Having gone through the 2008 financial crisis and now going through the COVID-19 crisis, I am convinced that one needs to adapt to fast-changing environments by acquiring new skills and challenging the status quo. Something that I strongly believe in, is that the Executive MBA (EMBA) programme at INSEAD will help me navigate not only this current crisis, but future ones as well. The programme will help me to develop the right mindset in order to anticipate and embrace changes in my industry and my work environment.
Very few industries have gone unaffected by the drastic changes that COVID-19 has laid upon the world in the past few months. Starting from shifting workplaces to shutting down vertical markets, most sectors have seen a loss in revenues, logistics, human resources, and infrastructure costs. Industry leaders have had to discontinue product lines, shut down retail stores, or send home hundreds of employees, all at an unprecedented rate.
For better or for worse, 2020 goes down in the history books as a watershed year. The global trade tensions, Hong Kong unrest, Black Lives Matter demonstrations, and of course, COVID-19 are set to alter the nature of work as we know it, and we are only half way through the year!
Most religions in the world believe in one fundamental principle – ‘Do to others as you would like them to do to you.’ The so-called ‘Golden Rule’. For many years of my life, I was limited to understanding this principle in a narrow and local context.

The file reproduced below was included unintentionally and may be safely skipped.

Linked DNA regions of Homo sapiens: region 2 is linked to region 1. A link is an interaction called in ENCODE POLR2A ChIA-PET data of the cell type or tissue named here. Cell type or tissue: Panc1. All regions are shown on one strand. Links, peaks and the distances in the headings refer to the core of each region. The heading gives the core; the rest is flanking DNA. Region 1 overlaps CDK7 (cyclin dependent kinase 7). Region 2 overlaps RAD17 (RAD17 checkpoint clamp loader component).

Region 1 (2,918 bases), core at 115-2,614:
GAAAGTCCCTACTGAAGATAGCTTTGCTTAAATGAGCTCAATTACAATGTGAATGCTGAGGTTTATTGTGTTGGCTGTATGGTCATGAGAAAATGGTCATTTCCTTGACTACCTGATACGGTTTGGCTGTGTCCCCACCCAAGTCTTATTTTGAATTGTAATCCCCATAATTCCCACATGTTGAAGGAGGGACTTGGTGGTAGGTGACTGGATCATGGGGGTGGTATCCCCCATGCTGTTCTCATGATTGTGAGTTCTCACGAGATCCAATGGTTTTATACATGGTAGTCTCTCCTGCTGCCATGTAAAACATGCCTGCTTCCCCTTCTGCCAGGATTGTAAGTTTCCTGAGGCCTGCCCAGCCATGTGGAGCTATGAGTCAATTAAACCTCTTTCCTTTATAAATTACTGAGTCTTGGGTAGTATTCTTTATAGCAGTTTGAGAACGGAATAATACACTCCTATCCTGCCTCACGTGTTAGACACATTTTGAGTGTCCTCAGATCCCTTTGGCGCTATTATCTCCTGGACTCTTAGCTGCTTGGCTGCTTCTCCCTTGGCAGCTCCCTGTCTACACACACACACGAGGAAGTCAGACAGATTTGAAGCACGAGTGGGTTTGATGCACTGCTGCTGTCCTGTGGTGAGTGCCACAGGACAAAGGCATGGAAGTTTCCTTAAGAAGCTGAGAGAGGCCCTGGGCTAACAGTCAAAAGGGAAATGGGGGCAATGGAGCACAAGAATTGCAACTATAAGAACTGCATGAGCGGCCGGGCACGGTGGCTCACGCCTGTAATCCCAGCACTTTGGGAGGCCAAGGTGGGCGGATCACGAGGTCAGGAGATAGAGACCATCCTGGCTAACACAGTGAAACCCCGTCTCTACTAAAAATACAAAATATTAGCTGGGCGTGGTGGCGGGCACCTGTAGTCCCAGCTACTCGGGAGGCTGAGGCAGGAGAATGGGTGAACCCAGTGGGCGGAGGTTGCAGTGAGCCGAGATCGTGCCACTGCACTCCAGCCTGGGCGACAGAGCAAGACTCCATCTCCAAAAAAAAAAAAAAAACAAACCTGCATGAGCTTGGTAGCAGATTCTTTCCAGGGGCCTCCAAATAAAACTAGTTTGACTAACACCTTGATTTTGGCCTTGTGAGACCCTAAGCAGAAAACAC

Did you know that the mosquito is by far the world’s deadliest animal? Nearly three billion people are threatened by mosquito-borne illnesses and these illnesses cause millions of deaths every year.
As a recent admit of the INSEAD Global Executive MBA (GEMBA) programme, the question of pursing an EMBA this year is not so much "Why this year?" but "Why NOT this year?". Even though we are the middle of a global pandemic, the time is now to further my education and add value to my organisation. See how I approach this in my video, below:
I was a decade into my career as a marketer and in the last couple of years, started to have a growing desire to further my studies, especially to deepen my knowledge in leadership development. I have always been keen to develop myself as a better leader, since this was never a subject of focus in school and yet we are often expected to shine the moment we are placed in a managerial position.
As grateful as I was for this once-in-a-lifetime experience in our lives, I was overwhelmed by feelings of self-doubt and thoughts of worry and uncertainty as I was putting my career on hold to join my husband in Singapore for his MBA. I am now happy to say that I was profoundly wrong to feel this way.
As we face an unprecedented rest of the year and 2021, there are many things on our mind:
"Nomadic professionalism is an experience of our working life that is becoming ever more common, and more culturally influential. It is a combination of feeling deeply attached to your work, while at the same time loosely attached to organisations. A sense that your work defines you more than your company does, your productivity more than your title. That you can take your work with you, if you need to, across different places. It’s a psychological experience as much as a social trend.